Harnessing Informatics to Fight Disease

How the drug discovery process is keeping up with technology that outpaces Moore’s Law

It cost $2.7 billion and almost fifteen years to sequence the first whole human genome; that cost has now dropped to approximately $1000 and takes just a few days as a result of enhanced digitization of the genome [1].  The rapid pace of development in sequencing technology suggests that sequencing cost and time will no longer be prohibitive to using genomic data on a large scale.  This is good news for pharmaceutical companies who rely upon patient genetic data to guide the selection of potential novel drug targets.  However, as Figure 1 suggests, the reduction in sequencing cost and time has merely moved the discovery bottleneck downstream; regardless of how fast a genome is sequenced, it must be processed before finally being interpreted by a scientist [2].  Pharmaceutical companies are integrating collaborations with external technology companies into their operating models in order to shorten analytical timelines.


Figure 1

Figure 1

AstraZeneca initiated a collaboration with Bina Technologies in 2015 in order to develop faster and more scalable NGS (Next Generation Sequencing) processing capabilities.  Bina’s RAVE software platform enabled AstraZeneca to cut their deep sequencing process timelines for exome (protein coding DNA sequences) sequencing from 16 hours down to 45 minutes, and whole genome (protein coding and noncoding DNA sequences) sequencing from 72 hours down to 6 hours [3].  The data processing steps also rely upon a set of 331 NGS tools, the majority of which are developed in academia and are updated approximately every month; each tool also has its own set of adaptable command lines.  Bina’s ability to update, validate, and quality check each of these tools as a part of their Genomic Management Solution provides immense value [3].


However, processing large amounts of data quickly means nothing if the results do not allow for the extraction of key pieces of biological insight.  Therefore, in addition to improving the speed at which genomic data is processed, AstraZeneca has also focused its efforts on improving the algorithms used in the processing steps.  Commonly used variant callers miss complex genetic mutations, including large genomic insertions and deletions.  Additionally, they do not perform well with ultra-deep sequencing which is necessary for detecting genetic variants in circulating tumor DNA.  AstraZeneca has remedied these issues through the development of VarDict, a novel variant caller [4].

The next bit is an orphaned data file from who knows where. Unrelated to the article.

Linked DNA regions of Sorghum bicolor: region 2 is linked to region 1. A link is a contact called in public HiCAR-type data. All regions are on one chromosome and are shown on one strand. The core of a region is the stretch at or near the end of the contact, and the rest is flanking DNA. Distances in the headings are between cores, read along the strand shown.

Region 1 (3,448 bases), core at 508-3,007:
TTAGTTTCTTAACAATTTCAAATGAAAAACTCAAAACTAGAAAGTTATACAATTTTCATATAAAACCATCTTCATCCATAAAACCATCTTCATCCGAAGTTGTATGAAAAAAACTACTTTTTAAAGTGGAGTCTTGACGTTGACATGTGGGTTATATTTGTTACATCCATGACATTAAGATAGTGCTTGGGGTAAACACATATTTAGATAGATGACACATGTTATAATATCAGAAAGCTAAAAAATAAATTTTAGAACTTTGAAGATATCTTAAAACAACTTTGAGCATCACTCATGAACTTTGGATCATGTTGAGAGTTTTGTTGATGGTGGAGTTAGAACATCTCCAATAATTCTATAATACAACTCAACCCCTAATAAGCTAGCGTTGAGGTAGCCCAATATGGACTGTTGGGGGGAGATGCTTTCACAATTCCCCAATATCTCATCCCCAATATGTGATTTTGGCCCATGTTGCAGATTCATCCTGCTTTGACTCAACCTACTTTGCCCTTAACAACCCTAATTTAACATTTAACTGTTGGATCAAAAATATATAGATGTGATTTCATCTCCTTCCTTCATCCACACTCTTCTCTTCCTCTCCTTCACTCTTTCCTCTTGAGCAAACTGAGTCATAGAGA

Given the rapid pace of development in genomics technology and the increasing data storage and analytics requirements, AstraZeneca has turned to Amazon Web Services (AWS).  AWS has enabled AstraZeneca to build a private cloud.  The Bina platforms have been integrated into the cloud, as well as high-performance computing clusters [3].


Finally, all of this data would be useless without scientists who can interpret it.  However, mining the raw data files that are generated after processing requires a particular skillset; a whole-genome sequencing data file for a single patient is on the order of 102 GB in size.  Analysis of these files requires an understanding of both disease biology and programming/big data analytics, a marriage of skills that is not abundant enough in the research community.  In order to facilitate the exploration of large datasets by biologists, AstraZeneca has spearheaded a “Bioinformatics for the Bench” development initiative.  In order to deliver this, AstraZeneca collaborated with Bina Technologies on using their Annotation and Analytics Intelligence Module Software (AAiM) to provide biologists with software and guided user interfaces that make large genomic datasets more accessible and interpretable [3].


The dramatic increase in availability of genomic data has provided opportunities for AstraZeneca to shift its business strategy towards personalized healthcare.  For example, after the failure of olaparib in 2011 and 2012 clinical trials in triple-negative breast and ovarian cancers, AstraZeneca halted development of the drug [5].  However, further exploration of the biology aided by genomic datasets of patients in these trials led to the conclusion that ovarian cancer patients carrying BRCA mutations responded well.  AstraZeneca subsequently achieved olaparib approval in this patient population, and was the first company to release a drug with a companion diagnostic to identify appropriate patients [6].  Moving forwards, and with a general push in the healthcare space towards outcomes, AstraZeneca will be able to harness the increasing amounts of genetic data to understand which patients will benefit from a given therapy.